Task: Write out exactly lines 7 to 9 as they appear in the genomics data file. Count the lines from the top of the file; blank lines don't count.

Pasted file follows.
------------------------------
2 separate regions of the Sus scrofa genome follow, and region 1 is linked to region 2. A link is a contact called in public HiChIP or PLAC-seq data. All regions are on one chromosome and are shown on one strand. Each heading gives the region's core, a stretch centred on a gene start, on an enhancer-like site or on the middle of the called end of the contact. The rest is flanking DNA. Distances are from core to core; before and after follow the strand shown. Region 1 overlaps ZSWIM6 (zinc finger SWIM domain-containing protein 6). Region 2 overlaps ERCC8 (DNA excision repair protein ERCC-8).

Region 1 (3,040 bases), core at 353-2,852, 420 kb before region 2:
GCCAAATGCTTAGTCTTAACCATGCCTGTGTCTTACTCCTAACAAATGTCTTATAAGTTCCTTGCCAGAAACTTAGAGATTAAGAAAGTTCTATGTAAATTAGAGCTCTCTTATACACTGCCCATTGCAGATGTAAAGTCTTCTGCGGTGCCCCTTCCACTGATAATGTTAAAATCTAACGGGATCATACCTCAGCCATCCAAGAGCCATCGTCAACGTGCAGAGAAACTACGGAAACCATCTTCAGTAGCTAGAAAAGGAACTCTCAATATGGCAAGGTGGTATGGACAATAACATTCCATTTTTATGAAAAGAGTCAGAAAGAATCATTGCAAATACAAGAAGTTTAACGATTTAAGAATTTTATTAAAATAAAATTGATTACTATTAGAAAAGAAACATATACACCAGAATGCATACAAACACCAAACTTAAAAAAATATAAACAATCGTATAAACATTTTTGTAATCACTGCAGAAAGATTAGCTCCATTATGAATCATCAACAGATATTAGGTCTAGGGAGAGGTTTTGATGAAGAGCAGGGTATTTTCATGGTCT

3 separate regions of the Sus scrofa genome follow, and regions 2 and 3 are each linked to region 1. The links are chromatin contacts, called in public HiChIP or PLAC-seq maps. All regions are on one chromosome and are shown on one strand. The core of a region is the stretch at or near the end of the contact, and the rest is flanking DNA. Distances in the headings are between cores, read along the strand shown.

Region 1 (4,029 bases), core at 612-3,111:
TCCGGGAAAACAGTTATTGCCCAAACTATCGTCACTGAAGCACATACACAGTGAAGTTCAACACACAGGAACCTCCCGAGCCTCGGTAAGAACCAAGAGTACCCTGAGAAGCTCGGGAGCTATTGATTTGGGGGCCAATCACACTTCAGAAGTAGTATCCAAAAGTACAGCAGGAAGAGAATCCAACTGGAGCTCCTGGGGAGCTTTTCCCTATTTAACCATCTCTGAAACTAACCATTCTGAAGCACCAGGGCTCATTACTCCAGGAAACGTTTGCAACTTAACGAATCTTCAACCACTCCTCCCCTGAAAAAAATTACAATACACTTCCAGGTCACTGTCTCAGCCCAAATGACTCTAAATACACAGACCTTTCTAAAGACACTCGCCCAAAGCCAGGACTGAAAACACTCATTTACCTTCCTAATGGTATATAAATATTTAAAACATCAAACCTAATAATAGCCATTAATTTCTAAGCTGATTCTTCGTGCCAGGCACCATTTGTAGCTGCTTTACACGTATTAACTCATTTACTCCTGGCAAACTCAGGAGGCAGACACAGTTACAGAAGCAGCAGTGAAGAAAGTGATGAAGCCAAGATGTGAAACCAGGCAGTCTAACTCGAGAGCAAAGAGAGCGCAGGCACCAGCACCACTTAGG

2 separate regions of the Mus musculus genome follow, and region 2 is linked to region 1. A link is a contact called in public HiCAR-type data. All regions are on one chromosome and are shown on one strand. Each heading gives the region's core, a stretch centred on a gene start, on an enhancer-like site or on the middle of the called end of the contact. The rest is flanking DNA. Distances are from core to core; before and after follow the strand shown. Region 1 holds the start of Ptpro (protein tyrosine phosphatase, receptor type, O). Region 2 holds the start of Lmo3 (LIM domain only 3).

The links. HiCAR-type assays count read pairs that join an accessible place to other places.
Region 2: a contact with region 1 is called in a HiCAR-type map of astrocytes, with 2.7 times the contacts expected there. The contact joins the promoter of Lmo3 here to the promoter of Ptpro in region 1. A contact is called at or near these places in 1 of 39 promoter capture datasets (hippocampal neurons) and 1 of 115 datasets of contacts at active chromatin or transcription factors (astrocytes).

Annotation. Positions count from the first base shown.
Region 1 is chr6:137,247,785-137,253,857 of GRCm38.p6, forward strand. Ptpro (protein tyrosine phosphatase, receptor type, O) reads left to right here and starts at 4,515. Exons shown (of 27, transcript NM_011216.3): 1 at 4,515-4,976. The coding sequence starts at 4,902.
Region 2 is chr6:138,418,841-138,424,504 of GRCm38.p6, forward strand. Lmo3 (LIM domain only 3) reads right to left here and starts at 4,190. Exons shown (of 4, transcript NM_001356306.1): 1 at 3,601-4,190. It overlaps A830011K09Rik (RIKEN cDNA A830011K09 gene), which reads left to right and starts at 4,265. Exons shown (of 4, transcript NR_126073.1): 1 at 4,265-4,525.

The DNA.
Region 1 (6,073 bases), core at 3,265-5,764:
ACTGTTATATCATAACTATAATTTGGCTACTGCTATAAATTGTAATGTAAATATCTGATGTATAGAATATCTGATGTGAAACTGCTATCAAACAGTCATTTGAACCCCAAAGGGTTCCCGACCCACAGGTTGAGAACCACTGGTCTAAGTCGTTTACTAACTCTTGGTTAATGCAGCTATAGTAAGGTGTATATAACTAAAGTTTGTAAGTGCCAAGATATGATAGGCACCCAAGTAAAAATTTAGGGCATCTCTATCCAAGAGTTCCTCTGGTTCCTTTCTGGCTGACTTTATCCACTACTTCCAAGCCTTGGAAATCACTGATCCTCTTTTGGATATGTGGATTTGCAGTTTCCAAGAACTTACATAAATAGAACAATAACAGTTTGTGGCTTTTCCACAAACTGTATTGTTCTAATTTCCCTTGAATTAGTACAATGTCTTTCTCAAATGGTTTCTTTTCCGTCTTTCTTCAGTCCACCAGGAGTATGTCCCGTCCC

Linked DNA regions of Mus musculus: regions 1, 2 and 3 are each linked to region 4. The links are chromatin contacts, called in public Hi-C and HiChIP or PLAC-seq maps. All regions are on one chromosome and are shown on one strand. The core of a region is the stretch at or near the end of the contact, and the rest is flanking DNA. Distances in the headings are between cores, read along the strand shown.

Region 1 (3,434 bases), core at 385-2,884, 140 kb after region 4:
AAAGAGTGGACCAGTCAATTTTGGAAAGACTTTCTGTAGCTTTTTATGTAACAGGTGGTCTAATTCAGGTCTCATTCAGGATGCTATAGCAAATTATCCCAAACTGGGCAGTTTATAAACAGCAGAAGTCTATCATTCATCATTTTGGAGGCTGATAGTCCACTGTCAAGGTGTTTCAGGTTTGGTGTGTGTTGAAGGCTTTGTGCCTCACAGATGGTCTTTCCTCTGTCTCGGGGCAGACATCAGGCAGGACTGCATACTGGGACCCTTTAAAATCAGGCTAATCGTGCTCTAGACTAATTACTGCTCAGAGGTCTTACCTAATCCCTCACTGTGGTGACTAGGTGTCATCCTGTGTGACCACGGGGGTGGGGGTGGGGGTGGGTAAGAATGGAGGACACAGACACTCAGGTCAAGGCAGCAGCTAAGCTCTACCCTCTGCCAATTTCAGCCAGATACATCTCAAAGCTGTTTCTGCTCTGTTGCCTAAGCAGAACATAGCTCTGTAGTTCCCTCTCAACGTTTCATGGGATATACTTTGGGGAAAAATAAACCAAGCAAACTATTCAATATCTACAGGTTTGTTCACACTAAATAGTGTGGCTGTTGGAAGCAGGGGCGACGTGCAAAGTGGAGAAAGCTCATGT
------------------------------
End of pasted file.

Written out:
2 separate regions of the Mus musculus genome follow, and region 2 is linked to region 1. A link is a contact called in public HiCAR-type data. All regions are on one chromosome and are shown on one strand. Each heading gives the region's core, a stretch centred on a gene start, on an enhancer-like site or on the middle of the called end of the contact. The rest is flanking DNA. Distances are from core to core; before and after follow the strand shown. Region 1 holds the start of Ptpro (protein tyrosine phosphatase, receptor type, O). Region 2 holds the start of Lmo3 (LIM domain only 3).

The links. HiCAR-type assays count read pairs that join an accessible place to other places.
Region 2: a contact with region 1 is called in a HiCAR-type map of astrocytes, with 2.7 times the contacts expected there. The contact joins the promoter of Lmo3 here to the promoter of Ptpro in region 1. A contact is called at or near these places in 1 of 39 promoter capture datasets (hippocampal neurons) and 1 of 115 datasets of contacts at active chromatin or transcription factors (astrocytes).